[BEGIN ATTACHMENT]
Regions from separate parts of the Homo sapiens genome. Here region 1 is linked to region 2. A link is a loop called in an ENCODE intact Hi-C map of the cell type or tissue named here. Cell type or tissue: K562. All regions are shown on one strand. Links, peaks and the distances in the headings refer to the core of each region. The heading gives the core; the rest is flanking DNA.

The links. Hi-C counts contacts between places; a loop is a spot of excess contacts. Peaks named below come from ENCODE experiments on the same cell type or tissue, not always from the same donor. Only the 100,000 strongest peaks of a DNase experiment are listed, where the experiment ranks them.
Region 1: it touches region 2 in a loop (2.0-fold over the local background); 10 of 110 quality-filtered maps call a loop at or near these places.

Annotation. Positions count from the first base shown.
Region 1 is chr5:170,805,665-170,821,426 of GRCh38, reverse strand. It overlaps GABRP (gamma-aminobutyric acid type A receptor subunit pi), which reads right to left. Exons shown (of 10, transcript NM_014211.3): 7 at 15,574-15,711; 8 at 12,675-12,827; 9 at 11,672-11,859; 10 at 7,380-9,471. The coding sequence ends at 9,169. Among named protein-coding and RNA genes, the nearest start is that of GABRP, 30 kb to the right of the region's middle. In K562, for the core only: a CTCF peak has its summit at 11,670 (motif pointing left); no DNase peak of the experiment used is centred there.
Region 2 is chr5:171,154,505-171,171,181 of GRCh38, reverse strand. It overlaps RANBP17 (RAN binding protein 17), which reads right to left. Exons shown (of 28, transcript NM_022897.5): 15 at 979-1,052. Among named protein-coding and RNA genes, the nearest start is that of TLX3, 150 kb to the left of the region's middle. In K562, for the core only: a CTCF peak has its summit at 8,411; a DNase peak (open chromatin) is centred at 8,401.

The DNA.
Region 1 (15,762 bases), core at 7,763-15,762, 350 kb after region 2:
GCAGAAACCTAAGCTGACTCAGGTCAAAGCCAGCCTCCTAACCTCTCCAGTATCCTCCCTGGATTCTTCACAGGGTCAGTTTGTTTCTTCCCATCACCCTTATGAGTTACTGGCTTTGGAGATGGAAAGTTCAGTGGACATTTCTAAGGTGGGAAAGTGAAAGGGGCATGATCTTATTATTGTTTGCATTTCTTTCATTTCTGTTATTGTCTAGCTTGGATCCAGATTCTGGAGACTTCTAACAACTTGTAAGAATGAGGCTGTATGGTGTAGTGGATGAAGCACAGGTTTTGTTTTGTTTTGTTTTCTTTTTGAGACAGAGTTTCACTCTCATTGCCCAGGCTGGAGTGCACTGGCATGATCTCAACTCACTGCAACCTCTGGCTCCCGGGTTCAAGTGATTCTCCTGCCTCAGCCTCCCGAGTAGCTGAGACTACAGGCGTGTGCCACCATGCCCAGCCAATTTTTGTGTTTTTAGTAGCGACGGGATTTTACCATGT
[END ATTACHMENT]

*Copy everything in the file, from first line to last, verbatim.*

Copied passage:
Regions from separate parts of the Homo sapiens genome. Here region 1 is linked to region 2. A link is a loop called in an ENCODE intact Hi-C map of the cell type or tissue named here. Cell type or tissue: K562. All regions are shown on one strand. Links, peaks and the distances in the headings refer to the core of each region. The heading gives the core; the rest is flanking DNA.

The links. Hi-C counts contacts between places; a loop is a spot of excess contacts. Peaks named below come from ENCODE experiments on the same cell type or tissue, not always from the same donor. Only the 100,000 strongest peaks of a DNase experiment are listed, where the experiment ranks them.
Region 1: it touches region 2 in a loop (2.0-fold over the local background); 10 of 110 quality-filtered maps call a loop at or near these places.

Annotation. Positions count from the first base shown.
Region 1 is chr5:170,805,665-170,821,426 of GRCh38, reverse strand. It overlaps GABRP (gamma-aminobutyric acid type A receptor subunit pi), which reads right to left. Exons shown (of 10, transcript NM_014211.3): 7 at 15,574-15,711; 8 at 12,675-12,827; 9 at 11,672-11,859; 10 at 7,380-9,471. The coding sequence ends at 9,169. Among named protein-coding and RNA genes, the nearest start is that of GABRP, 30 kb to the right of the region's middle. In K562, for the core only: a CTCF peak has its summit at 11,670 (motif pointing left); no DNase peak of the experiment used is centred there.
Region 2 is chr5:171,154,505-171,171,181 of GRCh38, reverse strand. It overlaps RANBP17 (RAN binding protein 17), which reads right to left. Exons shown (of 28, transcript NM_022897.5): 15 at 979-1,052. Among named protein-coding and RNA genes, the nearest start is that of TLX3, 150 kb to the left of the region's middle. In K562, for the core only: a CTCF peak has its summit at 8,411; a DNase peak (open chromatin) is centred at 8,401.

The DNA.
Region 1 (15,762 bases), core at 7,763-15,762, 350 kb after region 2:
GCAGAAACCTAAGCTGACTCAGGTCAAAGCCAGCCTCCTAACCTCTCCAGTATCCTCCCTGGATTCTTCACAGGGTCAGTTTGTTTCTTCCCATCACCCTTATGAGTTACTGGCTTTGGAGATGGAAAGTTCAGTGGACATTTCTAAGGTGGGAAAGTGAAAGGGGCATGATCTTATTATTGTTTGCATTTCTTTCATTTCTGTTATTGTCTAGCTTGGATCCAGATTCTGGAGACTTCTAACAACTTGTAAGAATGAGGCTGTATGGTGTAGTGGATGAAGCACAGGTTTTGTTTTGTTTTGTTTTCTTTTTGAGACAGAGTTTCACTCTCATTGCCCAGGCTGGAGTGCACTGGCATGATCTCAACTCACTGCAACCTCTGGCTCCCGGGTTCAAGTGATTCTCCTGCCTCAGCCTCCCGAGTAGCTGAGACTACAGGCGTGTGCCACCATGCCCAGCCAATTTTTGTGTTTTTAGTAGCGACGGGATTTTACCATGT